The participation rate of 77.8 % in the French-speaking region of Switzerland lies within the range of other European countries’ screening uptake of 55 to 90 % . The much lower mammography attendance in the German-speaking region of Switzerland (34.9 %) confirms previous observations that women are more likely to adhere to BC screening in countries with screening programs than in those with opportunistic screening [15, 21]. Factors associated with non-attendance to BC screening might differ between opportunistic and organized BC screening programs [12, 14, 15] and the question arises whether organized screening programs “rescue” distinct subgroups of women who fall through the opportunistic screening net? In the present study, we did not find any socio-demographic, lifestyle or health factors, which could explain the large difference in BC screening attendance between the French- and the German-speaking regions of Switzerland. None of the interaction terms were statistically significant.
In contrast to previous observations demonstrating that a socio-economic gradient is evident in BC screening attendance in opportunistic but not in population-based programs , in the present study, neither attendance to opportunistic nor organized BC screening were associated with educational level, nationality, living in urban or rural areas or marital status. Previous studies observed that women with higher educational levels reported greater screening participation [11, 22], although not consistently so [23–25]. It should be noted that in Switzerland, all residents are obliged by law to have a health insurance, thus, BC screening costs are basically covered . This might explain why education, as potential indicator of the women’s socioeconomic status, was not associated with BC screening attendance in the present study. In many studies [11, 27, 28], marital status was associated with higher attendance to BC screening. Partners seem to encourage each other towards health conscious behaviors . A survey carried out in Geneva, Switzerland, found that men had more favorable attitudes towards BC screening than women . Living with a partner, but not being married or registered (registration is in Switzerland only an option for couples of the same sex), is considered in the Swiss Health Survey as being single. This may explain why we did not observe an association between marital status and BC screening attendance.
In our study, additional socio-demographic factors such as nationality and living in a rural or urban area also had no effect on screening attendance rates in both regions. Lower screening participation in urban areas has previously been reported from various European countries [25, 31, 32]. The different demographic composition of urban and rural areas in relation to migrants, education and economic level of the inhabitants may contribute to such differences . Participation to the Swiss Health Survey was limited to German-, French- or Italian-speaking individuals. Thus, the group of immigrants in the present study is restricted to those who speak German, French or Italian. It does therefore not reflect reality in Switzerland in relation to the various immigrant groups living in this country, and may have excluded minorities prone to non-attendance of BC screening [11, 33]. Using more detailed data of the 2002 SHS, attendance to BC screening was higher in Swiss women than in women from Italy, former Yugoslavia, Portugal and Spain living in Switzerland .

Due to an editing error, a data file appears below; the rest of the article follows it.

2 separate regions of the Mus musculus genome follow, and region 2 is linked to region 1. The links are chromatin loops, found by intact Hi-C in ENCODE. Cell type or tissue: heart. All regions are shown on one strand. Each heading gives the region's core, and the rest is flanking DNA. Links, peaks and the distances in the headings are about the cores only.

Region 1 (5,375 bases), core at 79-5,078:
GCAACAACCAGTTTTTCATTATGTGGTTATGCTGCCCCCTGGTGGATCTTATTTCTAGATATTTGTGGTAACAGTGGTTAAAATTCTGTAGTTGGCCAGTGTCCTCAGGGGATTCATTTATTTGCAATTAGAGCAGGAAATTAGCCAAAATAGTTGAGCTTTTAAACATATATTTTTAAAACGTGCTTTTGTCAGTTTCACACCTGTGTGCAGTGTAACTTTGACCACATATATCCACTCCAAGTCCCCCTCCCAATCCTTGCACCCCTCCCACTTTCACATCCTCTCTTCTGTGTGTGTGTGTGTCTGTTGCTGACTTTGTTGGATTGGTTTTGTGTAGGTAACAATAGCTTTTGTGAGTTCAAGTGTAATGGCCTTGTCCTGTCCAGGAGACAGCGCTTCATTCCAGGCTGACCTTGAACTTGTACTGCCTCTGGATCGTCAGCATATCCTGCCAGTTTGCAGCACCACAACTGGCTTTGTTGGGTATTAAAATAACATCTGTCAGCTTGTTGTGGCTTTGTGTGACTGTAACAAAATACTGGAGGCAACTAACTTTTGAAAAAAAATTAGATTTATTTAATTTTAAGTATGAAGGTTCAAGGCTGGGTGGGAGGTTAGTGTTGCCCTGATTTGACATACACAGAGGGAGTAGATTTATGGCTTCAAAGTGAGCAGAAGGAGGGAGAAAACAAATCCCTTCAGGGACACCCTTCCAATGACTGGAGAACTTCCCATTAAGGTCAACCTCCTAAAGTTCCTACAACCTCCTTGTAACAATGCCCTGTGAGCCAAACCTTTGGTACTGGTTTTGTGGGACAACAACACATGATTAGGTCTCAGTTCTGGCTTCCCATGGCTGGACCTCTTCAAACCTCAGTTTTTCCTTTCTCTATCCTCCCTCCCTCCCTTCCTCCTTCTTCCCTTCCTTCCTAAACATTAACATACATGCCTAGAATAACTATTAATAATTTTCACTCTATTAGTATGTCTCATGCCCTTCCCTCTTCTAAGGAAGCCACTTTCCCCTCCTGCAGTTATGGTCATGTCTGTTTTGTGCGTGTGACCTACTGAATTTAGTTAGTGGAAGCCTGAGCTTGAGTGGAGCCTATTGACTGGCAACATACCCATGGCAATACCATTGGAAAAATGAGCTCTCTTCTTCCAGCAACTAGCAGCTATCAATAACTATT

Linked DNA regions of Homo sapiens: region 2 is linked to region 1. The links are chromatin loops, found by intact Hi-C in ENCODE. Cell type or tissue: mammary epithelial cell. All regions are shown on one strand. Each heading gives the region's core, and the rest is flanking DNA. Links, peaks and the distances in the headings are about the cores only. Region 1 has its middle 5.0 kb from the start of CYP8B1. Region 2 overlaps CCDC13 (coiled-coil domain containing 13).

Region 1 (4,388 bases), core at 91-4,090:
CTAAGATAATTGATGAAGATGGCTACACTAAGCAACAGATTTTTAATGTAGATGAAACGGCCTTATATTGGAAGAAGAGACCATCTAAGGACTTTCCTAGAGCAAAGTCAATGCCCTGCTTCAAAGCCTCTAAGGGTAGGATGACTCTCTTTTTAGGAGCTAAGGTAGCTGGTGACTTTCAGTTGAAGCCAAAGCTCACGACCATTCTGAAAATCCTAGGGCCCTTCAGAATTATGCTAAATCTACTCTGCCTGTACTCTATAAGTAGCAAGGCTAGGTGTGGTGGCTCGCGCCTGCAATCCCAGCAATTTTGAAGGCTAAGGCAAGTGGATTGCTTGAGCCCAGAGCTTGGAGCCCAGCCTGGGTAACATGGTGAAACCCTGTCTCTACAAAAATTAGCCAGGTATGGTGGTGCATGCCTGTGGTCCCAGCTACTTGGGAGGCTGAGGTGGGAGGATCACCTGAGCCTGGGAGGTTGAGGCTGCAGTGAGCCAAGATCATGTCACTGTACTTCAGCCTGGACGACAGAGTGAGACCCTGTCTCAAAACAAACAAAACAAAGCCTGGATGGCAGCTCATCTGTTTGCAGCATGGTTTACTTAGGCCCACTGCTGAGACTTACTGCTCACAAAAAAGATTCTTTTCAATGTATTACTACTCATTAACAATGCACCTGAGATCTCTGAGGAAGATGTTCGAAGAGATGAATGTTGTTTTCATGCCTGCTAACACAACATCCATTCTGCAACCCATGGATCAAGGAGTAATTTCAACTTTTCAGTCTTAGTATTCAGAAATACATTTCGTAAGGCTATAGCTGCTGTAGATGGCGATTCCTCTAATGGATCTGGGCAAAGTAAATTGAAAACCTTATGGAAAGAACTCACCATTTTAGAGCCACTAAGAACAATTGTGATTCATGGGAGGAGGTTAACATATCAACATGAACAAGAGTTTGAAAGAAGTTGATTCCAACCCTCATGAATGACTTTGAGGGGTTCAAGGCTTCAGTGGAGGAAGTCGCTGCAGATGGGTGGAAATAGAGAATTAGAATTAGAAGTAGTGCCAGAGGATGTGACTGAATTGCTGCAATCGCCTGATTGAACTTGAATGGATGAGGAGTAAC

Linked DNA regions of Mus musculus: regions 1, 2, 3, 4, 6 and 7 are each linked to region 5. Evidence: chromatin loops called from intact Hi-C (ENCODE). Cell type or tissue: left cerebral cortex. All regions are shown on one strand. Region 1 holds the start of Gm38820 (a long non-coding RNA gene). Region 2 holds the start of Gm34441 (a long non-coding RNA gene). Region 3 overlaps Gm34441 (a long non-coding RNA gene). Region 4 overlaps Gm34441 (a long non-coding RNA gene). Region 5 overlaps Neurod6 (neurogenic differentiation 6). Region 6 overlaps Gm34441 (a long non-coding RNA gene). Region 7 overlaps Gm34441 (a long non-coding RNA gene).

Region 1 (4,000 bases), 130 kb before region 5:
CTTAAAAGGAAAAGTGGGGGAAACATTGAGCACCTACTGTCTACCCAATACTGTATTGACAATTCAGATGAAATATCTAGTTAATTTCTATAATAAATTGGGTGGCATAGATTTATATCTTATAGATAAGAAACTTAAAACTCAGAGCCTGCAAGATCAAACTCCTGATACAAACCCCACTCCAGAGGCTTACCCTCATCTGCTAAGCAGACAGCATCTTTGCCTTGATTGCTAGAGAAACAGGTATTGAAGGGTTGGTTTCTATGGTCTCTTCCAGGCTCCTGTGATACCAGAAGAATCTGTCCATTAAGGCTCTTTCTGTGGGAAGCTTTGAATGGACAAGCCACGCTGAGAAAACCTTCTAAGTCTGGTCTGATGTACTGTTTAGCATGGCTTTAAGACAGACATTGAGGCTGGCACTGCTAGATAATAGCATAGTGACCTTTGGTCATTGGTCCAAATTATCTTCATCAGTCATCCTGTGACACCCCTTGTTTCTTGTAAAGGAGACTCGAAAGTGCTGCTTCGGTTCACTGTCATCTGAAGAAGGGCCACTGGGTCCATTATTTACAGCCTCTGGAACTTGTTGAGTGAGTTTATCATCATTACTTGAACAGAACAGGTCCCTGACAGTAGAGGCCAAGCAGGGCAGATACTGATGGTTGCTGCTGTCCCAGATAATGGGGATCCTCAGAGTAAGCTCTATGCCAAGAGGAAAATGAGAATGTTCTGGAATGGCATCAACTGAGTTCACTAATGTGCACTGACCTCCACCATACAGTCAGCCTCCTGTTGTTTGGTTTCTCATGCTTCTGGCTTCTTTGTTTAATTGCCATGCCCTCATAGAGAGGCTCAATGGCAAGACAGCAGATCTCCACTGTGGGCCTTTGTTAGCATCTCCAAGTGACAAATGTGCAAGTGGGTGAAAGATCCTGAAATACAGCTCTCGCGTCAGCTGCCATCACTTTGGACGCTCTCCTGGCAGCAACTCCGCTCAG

In relation to lifestyle factors, represented by smoking habits, alcohol intake, physical activity and attention to diet, only moderate alcohol consumption in the French-speaking region showed an association with BC screening; however, no statistically significant interactions between the two regions were observed. There is some evidence from other studies that former smokers have a higher attendance to BC screening [35, 36], but many previous studies failed to distinguish between former smokers and those who had never smoked. As Vander Weg  pointed out, former smokers may see themselves with a higher cancer risk due to their smoking habits in the past and, therefore, may be more motivated to adhere to screening recommendations than non-smokers. The findings of lower rates of mammography among current smokers, which have been rather consistently shown in other studies [7, 35, 36], were not confirmed in the present study and in another survey .